At some stage in the last week I was pointed to this report/paper from Michael Fullan titled “Choosing the wrong drivers for whole system reform”. The argument is that the large-scale reforms of K-12 education being undertaken in both the USA and Australia are destined to fail because they have adopted exactly the wrong drivers to encourage system-wide reform that actually improves learning outcomes for all students.
Fullan positions the following as the correct drivers/questions about attempts at whole system reform. The question is, does the attempt at reform
- foster intrinsic motivation of teachers and students;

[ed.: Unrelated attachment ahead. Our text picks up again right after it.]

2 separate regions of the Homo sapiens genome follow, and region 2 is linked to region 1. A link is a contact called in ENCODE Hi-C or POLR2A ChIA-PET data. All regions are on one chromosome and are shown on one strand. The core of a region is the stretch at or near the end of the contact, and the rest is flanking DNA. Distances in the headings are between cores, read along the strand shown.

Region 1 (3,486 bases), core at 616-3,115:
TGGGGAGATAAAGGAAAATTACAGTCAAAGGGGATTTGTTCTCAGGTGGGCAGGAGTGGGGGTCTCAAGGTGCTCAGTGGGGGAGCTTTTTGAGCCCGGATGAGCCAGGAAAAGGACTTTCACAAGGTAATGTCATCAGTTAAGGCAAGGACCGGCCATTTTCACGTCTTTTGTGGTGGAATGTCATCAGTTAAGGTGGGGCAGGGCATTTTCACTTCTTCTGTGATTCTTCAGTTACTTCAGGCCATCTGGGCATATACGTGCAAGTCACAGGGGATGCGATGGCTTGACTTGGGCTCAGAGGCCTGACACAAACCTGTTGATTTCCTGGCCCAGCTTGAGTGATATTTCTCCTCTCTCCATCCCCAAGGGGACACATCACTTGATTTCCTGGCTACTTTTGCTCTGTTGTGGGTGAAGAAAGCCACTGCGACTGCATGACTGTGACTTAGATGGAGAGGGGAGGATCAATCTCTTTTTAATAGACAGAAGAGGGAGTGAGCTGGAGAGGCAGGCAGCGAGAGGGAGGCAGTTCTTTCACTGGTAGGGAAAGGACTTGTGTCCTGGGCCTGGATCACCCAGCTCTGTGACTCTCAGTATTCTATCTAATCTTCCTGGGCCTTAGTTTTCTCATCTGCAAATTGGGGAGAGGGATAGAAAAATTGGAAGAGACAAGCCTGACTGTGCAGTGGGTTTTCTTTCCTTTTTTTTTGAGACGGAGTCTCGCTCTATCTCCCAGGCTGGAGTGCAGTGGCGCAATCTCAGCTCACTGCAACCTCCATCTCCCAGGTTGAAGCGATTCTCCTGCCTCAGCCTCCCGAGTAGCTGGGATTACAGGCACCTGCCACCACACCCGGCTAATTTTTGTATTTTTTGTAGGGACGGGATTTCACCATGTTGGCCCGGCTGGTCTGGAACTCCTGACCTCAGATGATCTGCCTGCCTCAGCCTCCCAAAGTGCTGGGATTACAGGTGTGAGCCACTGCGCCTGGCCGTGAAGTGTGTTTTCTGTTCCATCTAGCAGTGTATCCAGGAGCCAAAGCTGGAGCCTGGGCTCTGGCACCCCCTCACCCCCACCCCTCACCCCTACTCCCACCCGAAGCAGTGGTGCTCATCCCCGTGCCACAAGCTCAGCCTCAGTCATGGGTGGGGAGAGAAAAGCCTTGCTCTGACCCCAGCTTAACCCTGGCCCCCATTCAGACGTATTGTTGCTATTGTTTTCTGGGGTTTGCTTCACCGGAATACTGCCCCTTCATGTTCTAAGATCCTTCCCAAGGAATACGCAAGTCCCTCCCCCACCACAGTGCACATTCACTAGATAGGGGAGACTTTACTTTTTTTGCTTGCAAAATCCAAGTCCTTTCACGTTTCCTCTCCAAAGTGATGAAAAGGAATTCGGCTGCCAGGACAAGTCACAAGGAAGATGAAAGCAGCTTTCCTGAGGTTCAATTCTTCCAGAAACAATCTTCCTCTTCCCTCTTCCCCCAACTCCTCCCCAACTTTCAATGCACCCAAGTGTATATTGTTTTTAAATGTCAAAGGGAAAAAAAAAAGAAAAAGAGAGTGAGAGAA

- engage educators and students in continuous improvement of instruction and learning;
- inspire collective or team work; and
- affect all teachers and students – 100 percent?
While written for the K-12 sector, I found myself asking these questions about the attempts at reforming learning and teaching I’ve seen within tertiary education, both at the institutional and sector level.
I wasn’t saying “yes” a lot.
In fact, as with Fullan’s critique of the US and Oz K12 reforms, I found myself identifying a lot of attempted strategies that actively mitigated against that list of four.
Now I need to read Fullan’s work (this gives an interesting, alternate perspective on Fullan) a bit more and see what I can critique, but the general themes seem to resonate with me.